How The State You Live In Can Affect Your 401k

We’ve covered a lot of ground with regard to how various tax laws impact your retirement plans: pensions, IRAs, 403(b) and 401(k) plans.  But we’ve primarily focused on the US income tax laws (the IRS) affect your plans – and there are many nuances that you need to take into account with regard to state tax laws.

State Tax

The big deal with state tax laws and retirement plans is that some states have special tax deals for money inside of retirement plans.  If you happen to live in (or are planning to move to) such a state, it makes good sense to understand any special nuances in the tax laws before doing anything.

This is due to the fact that, for example, it could make a huge difference in the tax impact if you cashed out a plan in one state versus another.  Here in Illinois, there is no state tax on retirement income – whether from a pension plan, from an IRA or from a 401(k).  The same is true for Hawaii, Illinois, Kentucky, Mississippi and Pennsylvania.  So if you are planning to move to Kentucky (for example) for retirement – it would pay off if you wait until you move to your new home before withdrawing IRA assets, especially if you’re moving from somewhere with a high state income tax.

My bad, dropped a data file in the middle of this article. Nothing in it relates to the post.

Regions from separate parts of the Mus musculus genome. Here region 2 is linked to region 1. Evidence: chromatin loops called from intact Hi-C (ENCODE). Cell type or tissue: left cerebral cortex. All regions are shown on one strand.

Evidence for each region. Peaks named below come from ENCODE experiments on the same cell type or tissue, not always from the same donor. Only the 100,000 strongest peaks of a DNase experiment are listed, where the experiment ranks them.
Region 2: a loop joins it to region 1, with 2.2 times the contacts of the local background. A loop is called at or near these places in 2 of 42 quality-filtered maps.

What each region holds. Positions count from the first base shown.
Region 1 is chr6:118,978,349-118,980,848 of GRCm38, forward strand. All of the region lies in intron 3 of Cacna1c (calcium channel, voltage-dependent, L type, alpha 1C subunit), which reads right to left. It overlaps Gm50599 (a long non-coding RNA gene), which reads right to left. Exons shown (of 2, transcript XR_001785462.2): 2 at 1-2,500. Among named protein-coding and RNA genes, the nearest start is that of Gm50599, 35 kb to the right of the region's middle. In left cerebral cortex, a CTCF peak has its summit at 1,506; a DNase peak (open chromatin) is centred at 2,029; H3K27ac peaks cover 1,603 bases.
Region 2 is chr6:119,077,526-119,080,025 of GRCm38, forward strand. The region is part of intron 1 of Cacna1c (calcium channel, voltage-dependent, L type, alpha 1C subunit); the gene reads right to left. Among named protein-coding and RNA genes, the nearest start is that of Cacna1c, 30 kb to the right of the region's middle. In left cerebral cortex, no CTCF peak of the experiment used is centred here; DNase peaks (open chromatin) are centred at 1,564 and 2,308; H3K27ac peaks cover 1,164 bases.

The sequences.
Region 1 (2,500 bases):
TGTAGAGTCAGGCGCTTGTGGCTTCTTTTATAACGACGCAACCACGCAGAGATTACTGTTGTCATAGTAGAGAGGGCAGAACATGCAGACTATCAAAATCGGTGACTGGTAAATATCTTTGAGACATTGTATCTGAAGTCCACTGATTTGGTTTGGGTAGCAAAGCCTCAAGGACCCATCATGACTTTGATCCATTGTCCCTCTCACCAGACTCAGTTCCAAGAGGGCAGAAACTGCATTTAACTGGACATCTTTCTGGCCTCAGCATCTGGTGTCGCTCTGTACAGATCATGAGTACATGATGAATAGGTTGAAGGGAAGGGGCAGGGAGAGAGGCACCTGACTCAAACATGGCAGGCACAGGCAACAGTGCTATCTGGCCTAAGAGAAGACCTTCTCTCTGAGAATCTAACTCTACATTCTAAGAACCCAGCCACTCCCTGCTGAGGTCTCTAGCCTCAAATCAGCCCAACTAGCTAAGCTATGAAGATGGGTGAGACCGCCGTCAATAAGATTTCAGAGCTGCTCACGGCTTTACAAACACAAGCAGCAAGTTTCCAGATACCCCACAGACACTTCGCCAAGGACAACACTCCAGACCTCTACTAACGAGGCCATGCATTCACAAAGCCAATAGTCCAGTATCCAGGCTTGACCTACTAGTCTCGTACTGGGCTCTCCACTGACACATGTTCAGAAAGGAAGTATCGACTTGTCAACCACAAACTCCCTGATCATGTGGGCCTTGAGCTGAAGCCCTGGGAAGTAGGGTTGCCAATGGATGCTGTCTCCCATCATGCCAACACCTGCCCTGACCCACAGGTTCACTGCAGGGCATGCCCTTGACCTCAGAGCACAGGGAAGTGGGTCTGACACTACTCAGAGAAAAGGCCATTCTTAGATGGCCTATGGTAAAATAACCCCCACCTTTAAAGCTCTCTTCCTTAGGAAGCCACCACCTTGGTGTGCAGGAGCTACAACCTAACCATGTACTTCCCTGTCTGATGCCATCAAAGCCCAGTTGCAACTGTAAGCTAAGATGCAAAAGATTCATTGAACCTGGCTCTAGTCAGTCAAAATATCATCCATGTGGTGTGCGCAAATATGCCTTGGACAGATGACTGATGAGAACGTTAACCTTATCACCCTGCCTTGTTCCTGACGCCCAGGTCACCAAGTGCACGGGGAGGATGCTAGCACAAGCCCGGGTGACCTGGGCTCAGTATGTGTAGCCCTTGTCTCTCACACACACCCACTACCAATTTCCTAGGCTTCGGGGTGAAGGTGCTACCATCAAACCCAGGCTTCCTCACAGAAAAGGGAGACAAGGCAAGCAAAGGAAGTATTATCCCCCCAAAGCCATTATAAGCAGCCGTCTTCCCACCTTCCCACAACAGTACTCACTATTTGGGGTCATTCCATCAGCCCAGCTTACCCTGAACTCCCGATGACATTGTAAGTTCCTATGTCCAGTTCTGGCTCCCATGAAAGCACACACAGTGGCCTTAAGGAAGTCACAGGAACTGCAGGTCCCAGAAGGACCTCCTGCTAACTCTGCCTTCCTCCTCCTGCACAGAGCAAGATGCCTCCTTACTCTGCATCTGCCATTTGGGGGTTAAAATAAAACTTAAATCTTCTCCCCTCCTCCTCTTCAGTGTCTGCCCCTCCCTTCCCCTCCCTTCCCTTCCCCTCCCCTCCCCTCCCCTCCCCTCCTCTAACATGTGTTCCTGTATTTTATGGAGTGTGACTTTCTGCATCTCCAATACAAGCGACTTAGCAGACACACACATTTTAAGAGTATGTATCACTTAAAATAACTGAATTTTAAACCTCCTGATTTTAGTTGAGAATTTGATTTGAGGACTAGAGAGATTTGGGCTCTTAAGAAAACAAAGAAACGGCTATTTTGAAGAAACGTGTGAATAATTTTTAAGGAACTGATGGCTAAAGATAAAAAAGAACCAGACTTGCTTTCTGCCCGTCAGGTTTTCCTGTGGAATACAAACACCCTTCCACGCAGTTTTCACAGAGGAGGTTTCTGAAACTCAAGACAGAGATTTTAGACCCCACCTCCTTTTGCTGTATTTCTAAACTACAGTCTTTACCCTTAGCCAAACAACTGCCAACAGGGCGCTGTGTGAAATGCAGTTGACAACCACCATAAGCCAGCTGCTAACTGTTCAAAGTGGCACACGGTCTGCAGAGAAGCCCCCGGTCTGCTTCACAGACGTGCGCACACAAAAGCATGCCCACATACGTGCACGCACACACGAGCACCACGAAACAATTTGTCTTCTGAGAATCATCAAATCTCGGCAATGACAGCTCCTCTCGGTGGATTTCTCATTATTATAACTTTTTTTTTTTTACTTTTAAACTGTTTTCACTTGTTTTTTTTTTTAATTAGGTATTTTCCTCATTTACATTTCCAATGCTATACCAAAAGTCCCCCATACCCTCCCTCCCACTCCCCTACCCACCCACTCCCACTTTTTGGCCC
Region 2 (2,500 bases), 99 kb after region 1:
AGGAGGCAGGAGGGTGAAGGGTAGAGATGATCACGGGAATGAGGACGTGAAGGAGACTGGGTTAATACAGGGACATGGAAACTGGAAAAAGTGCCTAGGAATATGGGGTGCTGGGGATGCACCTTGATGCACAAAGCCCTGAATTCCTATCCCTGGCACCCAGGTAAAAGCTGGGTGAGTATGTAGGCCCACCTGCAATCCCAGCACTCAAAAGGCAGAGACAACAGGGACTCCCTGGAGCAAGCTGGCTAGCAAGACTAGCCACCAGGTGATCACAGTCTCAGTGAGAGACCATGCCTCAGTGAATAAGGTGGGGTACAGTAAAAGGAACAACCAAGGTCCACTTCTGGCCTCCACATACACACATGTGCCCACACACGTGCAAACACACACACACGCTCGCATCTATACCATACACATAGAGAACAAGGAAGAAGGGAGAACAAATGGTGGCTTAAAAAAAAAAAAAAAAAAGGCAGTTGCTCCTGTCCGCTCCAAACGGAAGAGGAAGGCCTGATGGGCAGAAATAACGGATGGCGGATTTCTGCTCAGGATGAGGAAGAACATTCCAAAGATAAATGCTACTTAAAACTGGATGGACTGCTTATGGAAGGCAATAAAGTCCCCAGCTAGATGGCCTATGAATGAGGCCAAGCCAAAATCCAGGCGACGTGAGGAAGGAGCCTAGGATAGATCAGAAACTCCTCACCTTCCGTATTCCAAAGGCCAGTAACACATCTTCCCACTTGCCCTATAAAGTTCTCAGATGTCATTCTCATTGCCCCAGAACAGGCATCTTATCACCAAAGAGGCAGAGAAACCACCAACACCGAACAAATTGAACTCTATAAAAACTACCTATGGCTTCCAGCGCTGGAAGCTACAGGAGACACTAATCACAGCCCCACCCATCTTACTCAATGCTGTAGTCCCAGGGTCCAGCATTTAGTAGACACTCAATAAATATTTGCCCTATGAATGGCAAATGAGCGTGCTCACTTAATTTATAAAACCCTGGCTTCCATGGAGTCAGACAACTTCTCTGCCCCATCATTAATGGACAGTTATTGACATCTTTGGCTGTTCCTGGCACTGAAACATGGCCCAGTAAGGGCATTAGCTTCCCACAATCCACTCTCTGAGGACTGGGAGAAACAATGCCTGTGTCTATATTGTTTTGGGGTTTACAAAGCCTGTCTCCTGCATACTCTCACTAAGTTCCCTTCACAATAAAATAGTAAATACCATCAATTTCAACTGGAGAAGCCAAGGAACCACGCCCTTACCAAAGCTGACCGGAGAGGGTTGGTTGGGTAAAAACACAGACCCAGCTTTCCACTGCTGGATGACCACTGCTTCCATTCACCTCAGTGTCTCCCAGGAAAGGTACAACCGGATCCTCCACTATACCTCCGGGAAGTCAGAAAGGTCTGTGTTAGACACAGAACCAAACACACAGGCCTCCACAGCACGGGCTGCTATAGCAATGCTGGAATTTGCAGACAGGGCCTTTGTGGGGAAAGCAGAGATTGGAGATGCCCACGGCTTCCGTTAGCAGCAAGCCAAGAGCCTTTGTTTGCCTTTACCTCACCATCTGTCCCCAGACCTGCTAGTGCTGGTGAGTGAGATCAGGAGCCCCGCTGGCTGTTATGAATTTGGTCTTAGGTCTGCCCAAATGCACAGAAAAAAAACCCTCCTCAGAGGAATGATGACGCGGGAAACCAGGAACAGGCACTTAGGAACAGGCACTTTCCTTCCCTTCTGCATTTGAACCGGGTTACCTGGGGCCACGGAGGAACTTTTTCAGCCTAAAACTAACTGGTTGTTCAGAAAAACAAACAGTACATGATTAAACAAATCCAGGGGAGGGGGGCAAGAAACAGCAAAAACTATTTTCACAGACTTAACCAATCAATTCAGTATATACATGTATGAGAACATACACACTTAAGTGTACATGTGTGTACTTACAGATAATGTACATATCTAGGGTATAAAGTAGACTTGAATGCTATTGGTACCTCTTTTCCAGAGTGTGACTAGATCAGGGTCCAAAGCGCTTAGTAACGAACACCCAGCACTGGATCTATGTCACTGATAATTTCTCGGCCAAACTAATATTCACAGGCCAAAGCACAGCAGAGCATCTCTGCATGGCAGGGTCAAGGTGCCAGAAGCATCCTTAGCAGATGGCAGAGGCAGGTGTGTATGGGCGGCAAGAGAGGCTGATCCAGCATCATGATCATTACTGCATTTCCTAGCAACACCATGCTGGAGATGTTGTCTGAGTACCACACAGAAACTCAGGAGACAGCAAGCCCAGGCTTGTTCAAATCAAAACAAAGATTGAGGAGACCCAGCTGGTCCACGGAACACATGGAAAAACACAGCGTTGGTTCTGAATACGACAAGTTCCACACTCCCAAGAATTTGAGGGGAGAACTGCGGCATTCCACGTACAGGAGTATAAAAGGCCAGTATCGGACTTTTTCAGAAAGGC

In addition, certain states also provide exemption from estate tax for assets held in retirement plans (Ohio, Oklahoma, Kentucky, and Pennsylvania).

Moving Money

Not only should you know the state tax laws for taking distributions from your retirement plans, it may also be important to know the state tax laws for the various types of plans.  Here are a couple of examples:

  • Alabama exempted tax on defined benefit retirement plans, but not on other types of retirement plans
  • Maryland exempted Keogh plan distributions from income tax, but not distributions from other types of retirement plans.

So pay attention to, and get acquainted with, the tax laws in your state and any states you’re considering for a new home (either in retirement or at another time in your life) so that you don’t miss out on any tax treatment – or worse, make a move that precludes some tax treatment from being available.

About the author

Jim Blankenship, CFP®, EA

Jim Blankenship is the founder and principal of Blankenship Financial Planning, Ltd., a financial planning firm providing hourly, as-needed financial planning and advice. A financial services professional for over 25 years, Jim is a CFP professional and has earned the Enrolled Agent designation, a designation that qualifies him as enrolled to practice before the IRS. Jim is also a NAPFA-registered financial advisor, which designates him as a Fee-Only Financial Advisor.

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  • Keith,

    I believe that Wisconsin taxes your income at the source, so if the 401(k) is based there, you’ll have to file a Wisconsin return for it. The same goes for a federal return for each year that you take distributions from the 401(k).


  • I live in Wisconsin and I’m thinking to retire to The Philippines. I’ve earned all my 401k money while working in Wisconsin. Can you tell me of the taxes I would have to pay if I’m living of the interest in The Philippines. Do I have to pay Wisconsin state tax? and such

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